The day after the epic four-hour dress marathon, my mom and sister and I went to yet another bridal store. I tried on ten more dresses, and while I was in one and my sister was on the opposite side of the store, she pointed out a dress on a mannequin that was not white, not chiffon, and super poufy. We both kind of loved it, and were excited by the sequins (I mean, sequins!) so she wrestled it off the mannequin and I put it on.
And I had a moment.
I had a moment that was so raw that I instantly started ugly crying and for a minute, all I could say was “oh.” It was so defining for me—perhaps the most defining moment I’ve had since we got engaged. I felt amazing (despite the ugly crying). This dress was a return to my princess-loving youth, a dress that screamed frivolity and playful and not practical. The moment was so strong and so honest, that when I could speak again, I said, “You guys, I’m getting MARRIED!” and then immediately followed that up with, “I think I’m getting married in THIS DRESS!”
See, after a year of focusing on everyone else and how to make our wedding not an imposition for them, I had forgotten to ask myself what I truly wanted. In that “moment,” I realized that I can be true to what I like, be true to who I am, and still throw a wedding that people will probably enjoy. I hadn’t realized how much I was avoiding the focus on myself until I had that moment (still unpacking that—perhaps a future post?). In fact, even after we filled out the paperwork and ordered the dress, I was still wondering if people might scoff at my really girly princess dress. Really. I thought that.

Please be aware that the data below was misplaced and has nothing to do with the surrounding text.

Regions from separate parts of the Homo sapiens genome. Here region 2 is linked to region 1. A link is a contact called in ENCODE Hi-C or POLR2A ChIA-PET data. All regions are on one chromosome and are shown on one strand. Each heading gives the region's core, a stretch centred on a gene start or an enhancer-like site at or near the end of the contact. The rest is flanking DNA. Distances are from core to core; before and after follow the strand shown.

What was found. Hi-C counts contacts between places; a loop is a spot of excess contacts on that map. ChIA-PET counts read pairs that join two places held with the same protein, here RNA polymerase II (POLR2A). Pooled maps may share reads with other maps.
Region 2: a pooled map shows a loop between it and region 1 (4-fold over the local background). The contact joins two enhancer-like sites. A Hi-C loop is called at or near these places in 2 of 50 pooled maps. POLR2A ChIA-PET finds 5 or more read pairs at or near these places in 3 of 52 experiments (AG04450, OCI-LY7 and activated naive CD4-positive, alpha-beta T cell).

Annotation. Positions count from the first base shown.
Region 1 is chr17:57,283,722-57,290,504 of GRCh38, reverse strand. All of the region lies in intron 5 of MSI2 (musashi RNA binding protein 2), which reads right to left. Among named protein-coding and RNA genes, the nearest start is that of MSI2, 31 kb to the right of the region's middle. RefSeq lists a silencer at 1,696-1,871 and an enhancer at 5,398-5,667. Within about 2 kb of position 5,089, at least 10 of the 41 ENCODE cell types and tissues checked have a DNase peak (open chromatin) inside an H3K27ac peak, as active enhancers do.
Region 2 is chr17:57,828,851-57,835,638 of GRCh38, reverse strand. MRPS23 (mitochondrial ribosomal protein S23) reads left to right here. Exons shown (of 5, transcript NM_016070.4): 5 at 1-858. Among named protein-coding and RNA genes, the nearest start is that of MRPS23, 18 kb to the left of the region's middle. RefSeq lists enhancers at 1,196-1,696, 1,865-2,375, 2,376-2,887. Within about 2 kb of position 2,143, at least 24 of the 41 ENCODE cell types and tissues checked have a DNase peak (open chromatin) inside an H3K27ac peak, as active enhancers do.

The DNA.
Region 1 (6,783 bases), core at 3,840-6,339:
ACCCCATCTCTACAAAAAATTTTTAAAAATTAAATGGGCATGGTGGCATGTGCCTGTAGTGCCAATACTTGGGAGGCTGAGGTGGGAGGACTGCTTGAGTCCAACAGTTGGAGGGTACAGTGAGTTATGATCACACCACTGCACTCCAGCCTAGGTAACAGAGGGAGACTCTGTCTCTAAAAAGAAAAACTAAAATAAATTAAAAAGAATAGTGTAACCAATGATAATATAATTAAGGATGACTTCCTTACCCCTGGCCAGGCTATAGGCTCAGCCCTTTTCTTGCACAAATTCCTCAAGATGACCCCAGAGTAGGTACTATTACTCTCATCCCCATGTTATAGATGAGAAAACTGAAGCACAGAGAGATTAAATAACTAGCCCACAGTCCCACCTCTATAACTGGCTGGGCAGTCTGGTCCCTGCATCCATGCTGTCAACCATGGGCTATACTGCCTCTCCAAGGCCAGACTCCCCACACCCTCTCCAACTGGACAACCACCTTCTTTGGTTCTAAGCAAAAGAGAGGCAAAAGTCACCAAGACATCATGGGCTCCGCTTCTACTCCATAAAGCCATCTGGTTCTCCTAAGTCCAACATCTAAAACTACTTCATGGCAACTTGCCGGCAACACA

I was insecure about my choice because I felt selfish for putting the focus on myself, and I also felt selfish because I was so excited about a damn dress. It wasn’t until later that day, when I was still smiling like a goof and marveling that I chose a dress so different from my plan, and my mom said something along the lines of “if you weren’t still excited about the dress, I’d be concerned. You should be excited! This is an exciting time!” that I started to think that maybe it was okay. This one time, for our wedding, I can wear anything I want and people can’t (and won’t—right? Hopefully?) say anything but nice things. I don’t know who I’m worried about—all of our three hundred people are genuinely good, loving, and kind people. I’m the one doing all this questioning: is this an okay choice? Will I be judged for being frivolous when I’ve tried so hard to establish myself in the eyes of my family and community as responsible and—yes—practical?
Who cares? It’s our wedding!
I’m allowed to want this giant, poufy, tulle-with-sequins princess dress for our very simple, not-many-frills wedding. I can be the frills. I’m allowed to want that dress, and I’m allowed to wear that dress, and dance with my (eek!) new husband in it. I should do all of that. Because it’s okay for there to be pieces of our wedding that aren’t incredibly practical. Sometimes we need to have a reminder that we are loved exactly as we are—not who we want people to think we are—even if that reminder is a big poufy dress (complete with sneakers) in a park.
When my fiancé and I see each other that morning, and he sees the Glinda-style dress I’m wearing, he’s going to laugh a little, and then be so glad that I got a dress that was just so me. He’ll tell me I look beautiful. And then we’ll get married. Which is really the only part that matters, anyway.
Photo by: Corinne Krogh